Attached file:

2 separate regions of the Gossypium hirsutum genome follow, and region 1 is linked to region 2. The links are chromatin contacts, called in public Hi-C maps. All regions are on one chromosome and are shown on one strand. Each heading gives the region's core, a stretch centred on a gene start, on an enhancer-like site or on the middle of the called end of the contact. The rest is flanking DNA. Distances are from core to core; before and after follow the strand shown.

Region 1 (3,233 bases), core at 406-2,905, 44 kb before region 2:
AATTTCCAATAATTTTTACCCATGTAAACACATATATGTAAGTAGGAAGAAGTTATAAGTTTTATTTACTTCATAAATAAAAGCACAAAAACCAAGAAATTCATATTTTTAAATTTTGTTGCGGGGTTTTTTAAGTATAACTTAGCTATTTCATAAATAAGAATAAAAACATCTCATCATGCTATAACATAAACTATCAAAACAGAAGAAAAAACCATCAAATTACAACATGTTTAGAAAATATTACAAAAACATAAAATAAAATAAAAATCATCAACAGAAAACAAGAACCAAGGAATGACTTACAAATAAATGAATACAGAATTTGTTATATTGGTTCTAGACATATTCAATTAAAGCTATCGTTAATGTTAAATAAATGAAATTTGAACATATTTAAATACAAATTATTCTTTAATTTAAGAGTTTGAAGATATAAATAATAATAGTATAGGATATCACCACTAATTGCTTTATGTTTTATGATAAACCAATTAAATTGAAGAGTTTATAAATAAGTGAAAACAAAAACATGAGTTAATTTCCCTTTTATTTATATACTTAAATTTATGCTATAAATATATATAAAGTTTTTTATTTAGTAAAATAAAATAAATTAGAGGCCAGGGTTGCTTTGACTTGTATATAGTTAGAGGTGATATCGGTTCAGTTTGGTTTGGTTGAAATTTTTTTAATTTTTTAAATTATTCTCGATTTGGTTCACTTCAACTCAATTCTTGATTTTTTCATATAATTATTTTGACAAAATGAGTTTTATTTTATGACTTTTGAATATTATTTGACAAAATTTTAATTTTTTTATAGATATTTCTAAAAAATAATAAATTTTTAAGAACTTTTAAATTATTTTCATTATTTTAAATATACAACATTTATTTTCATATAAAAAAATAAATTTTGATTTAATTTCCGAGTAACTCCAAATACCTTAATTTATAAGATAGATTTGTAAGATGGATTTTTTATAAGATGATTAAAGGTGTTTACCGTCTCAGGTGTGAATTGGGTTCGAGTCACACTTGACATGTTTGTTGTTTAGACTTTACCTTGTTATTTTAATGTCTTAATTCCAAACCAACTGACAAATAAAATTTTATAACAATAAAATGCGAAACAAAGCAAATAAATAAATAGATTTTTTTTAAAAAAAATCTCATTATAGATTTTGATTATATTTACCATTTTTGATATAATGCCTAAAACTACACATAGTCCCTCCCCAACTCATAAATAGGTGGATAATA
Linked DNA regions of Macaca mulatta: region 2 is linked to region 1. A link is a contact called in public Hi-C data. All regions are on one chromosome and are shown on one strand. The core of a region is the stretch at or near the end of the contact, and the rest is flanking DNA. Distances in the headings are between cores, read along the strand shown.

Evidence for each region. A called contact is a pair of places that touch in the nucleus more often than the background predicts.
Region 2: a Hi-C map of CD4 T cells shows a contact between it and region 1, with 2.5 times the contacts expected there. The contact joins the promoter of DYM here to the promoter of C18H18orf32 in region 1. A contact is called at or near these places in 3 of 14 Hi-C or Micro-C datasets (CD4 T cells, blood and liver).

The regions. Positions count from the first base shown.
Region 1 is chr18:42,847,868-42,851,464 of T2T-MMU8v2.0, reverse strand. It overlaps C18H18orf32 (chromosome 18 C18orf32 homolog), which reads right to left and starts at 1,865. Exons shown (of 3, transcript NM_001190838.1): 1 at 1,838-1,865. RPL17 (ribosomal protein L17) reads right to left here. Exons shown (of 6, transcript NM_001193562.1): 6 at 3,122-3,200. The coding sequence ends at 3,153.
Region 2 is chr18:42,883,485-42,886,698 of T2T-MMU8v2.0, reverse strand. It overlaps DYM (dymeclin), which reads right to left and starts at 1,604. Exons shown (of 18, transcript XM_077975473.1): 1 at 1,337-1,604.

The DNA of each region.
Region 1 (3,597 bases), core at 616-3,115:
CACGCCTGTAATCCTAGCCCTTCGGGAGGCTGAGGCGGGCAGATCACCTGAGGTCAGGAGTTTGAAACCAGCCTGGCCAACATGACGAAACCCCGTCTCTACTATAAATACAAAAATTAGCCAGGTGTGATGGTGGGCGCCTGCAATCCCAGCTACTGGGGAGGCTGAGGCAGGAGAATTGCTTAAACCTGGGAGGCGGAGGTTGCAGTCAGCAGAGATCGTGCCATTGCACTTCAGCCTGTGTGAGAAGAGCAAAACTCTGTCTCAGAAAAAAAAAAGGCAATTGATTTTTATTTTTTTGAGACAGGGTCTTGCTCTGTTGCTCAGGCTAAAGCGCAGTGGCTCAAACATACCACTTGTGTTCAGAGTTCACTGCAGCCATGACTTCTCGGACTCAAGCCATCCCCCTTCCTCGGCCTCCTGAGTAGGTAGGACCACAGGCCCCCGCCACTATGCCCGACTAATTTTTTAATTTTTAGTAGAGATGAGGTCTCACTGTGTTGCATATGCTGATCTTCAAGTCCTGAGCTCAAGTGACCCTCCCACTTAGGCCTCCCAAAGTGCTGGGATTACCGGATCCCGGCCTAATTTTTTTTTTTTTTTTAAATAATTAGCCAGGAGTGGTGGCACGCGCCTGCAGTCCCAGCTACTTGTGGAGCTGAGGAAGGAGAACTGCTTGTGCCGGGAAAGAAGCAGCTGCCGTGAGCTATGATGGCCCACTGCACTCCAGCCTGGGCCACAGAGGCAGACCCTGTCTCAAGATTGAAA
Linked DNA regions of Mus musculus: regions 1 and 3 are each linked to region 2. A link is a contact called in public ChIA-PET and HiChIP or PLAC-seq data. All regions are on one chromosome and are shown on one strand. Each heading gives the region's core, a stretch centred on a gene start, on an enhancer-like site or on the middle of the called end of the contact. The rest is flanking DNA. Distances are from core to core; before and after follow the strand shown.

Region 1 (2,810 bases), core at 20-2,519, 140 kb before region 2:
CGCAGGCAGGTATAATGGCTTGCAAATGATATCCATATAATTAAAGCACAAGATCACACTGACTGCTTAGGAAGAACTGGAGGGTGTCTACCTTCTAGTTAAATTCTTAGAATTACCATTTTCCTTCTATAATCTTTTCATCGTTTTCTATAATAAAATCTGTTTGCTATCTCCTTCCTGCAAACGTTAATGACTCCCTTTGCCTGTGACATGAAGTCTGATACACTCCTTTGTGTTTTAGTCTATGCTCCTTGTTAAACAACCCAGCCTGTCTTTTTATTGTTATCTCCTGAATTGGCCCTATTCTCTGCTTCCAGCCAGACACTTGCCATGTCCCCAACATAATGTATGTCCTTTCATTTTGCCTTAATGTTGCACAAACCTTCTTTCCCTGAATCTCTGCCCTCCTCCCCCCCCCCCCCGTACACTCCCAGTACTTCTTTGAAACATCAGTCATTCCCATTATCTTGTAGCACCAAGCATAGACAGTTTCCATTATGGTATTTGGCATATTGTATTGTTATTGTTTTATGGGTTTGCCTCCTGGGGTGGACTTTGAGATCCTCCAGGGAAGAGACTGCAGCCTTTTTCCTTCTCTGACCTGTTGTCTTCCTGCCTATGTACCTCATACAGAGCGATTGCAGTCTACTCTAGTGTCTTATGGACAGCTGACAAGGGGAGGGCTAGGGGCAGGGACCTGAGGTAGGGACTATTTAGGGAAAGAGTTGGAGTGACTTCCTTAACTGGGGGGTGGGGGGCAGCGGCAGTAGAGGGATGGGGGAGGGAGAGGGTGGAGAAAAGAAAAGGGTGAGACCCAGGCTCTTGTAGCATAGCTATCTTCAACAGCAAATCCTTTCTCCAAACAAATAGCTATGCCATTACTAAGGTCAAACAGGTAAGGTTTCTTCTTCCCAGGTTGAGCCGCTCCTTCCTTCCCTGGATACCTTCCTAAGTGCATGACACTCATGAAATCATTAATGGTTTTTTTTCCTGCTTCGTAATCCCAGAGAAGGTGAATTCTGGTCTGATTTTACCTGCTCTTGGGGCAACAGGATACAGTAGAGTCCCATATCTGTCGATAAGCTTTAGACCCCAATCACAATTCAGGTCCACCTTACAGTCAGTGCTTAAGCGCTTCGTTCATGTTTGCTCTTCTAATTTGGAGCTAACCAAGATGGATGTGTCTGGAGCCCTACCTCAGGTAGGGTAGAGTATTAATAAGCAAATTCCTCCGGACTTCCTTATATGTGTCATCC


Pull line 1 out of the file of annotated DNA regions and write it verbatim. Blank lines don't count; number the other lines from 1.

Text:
2 separate regions of the Gossypium hirsutum genome follow, and region 1 is linked to region 2. The links are chromatin contacts, called in public Hi-C maps. All regions are on one chromosome and are shown on one strand. Each heading gives the region's core, a stretch centred on a gene start, on an enhancer-like site or on the middle of the called end of the contact. The rest is flanking DNA. Distances are from core to core; before and after follow the strand shown.